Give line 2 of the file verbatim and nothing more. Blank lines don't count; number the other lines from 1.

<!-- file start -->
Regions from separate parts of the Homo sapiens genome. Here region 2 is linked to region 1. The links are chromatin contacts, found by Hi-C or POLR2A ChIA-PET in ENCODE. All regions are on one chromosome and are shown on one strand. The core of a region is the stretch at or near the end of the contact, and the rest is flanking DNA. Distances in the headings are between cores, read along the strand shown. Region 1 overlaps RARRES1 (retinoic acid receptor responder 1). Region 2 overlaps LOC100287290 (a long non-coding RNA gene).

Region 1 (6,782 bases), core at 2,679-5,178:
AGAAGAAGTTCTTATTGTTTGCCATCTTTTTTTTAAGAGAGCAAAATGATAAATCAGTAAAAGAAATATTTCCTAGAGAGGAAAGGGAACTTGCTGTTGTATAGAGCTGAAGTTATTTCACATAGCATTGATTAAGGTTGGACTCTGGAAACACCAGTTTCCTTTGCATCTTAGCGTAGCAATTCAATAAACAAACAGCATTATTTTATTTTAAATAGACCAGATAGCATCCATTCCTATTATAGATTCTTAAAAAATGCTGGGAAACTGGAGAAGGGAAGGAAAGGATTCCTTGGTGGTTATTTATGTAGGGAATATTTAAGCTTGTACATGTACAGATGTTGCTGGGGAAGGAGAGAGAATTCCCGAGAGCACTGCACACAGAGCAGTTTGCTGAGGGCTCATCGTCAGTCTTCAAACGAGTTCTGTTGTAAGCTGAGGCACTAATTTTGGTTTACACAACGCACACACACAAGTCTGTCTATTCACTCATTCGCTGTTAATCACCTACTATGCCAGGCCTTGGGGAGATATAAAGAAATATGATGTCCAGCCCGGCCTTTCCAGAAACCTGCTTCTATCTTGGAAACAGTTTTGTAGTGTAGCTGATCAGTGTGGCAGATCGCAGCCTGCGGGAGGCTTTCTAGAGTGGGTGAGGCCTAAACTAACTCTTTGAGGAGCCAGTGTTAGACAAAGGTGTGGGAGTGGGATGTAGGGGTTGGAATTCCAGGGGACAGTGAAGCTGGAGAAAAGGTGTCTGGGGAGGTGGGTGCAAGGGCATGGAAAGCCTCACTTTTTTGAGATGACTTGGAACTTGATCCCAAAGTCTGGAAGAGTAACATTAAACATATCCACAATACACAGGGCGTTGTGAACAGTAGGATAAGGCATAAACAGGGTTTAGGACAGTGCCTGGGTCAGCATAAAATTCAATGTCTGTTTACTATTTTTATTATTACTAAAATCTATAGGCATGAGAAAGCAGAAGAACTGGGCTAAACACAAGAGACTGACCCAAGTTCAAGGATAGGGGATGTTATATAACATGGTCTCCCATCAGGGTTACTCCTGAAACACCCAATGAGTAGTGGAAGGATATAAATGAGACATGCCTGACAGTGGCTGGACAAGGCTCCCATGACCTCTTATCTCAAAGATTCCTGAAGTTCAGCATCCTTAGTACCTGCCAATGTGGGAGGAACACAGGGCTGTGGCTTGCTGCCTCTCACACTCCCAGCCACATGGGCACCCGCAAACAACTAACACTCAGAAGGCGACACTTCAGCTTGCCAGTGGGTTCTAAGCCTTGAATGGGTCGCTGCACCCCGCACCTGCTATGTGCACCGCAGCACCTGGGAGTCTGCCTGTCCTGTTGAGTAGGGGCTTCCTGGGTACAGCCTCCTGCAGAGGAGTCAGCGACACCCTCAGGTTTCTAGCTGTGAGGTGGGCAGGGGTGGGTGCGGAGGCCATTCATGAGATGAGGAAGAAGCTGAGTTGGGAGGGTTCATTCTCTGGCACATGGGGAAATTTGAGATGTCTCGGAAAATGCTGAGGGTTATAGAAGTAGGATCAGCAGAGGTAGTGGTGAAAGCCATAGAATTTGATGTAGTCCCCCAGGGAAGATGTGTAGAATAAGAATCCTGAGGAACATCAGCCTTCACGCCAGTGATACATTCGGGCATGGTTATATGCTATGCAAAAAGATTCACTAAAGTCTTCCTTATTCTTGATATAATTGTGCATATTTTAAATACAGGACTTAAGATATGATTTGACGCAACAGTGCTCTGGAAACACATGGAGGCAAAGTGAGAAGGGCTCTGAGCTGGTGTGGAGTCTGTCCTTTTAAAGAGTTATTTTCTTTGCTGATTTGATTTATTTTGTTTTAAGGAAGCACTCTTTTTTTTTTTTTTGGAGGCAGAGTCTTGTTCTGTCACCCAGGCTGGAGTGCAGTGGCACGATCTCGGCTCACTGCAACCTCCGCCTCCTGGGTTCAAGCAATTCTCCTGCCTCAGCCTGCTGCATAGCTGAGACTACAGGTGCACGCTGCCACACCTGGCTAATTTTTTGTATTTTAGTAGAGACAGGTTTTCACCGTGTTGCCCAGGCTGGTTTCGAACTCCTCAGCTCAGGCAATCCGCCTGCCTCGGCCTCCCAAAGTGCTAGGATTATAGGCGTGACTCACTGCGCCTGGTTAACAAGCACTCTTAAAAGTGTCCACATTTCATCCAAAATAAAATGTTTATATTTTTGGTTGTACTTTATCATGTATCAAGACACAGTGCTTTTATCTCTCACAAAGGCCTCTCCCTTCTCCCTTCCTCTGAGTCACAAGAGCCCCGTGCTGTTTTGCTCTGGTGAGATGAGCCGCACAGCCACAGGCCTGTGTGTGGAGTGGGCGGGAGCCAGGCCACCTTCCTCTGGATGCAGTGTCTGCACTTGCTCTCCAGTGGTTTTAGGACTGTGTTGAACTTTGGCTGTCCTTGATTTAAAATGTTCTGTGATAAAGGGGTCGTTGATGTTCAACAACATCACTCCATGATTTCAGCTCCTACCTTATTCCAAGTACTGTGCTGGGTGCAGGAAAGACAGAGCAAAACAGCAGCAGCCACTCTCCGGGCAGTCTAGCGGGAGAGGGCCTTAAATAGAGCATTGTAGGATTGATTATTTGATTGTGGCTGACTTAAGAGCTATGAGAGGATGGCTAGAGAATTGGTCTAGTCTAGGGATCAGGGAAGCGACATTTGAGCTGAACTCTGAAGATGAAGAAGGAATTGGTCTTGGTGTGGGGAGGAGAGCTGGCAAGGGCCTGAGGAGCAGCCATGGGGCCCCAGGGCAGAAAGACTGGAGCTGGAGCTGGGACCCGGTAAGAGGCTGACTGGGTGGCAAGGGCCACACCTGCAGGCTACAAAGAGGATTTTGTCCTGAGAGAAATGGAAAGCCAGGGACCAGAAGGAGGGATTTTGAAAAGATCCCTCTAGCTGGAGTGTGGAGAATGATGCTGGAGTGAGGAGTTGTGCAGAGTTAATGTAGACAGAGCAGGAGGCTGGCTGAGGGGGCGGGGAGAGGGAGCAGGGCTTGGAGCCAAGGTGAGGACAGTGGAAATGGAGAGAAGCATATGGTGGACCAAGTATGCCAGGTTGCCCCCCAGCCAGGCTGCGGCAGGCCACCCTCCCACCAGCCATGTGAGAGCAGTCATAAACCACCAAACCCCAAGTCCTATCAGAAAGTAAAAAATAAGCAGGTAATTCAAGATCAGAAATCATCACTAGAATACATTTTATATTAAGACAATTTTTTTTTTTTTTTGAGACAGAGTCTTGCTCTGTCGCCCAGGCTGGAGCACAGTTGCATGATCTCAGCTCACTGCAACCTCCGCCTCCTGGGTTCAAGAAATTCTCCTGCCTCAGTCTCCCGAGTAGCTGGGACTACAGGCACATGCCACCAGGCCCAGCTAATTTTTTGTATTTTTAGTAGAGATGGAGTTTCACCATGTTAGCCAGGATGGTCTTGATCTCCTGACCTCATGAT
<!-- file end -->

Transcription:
Region 1 (6,782 bases), core at 2,679-5,178: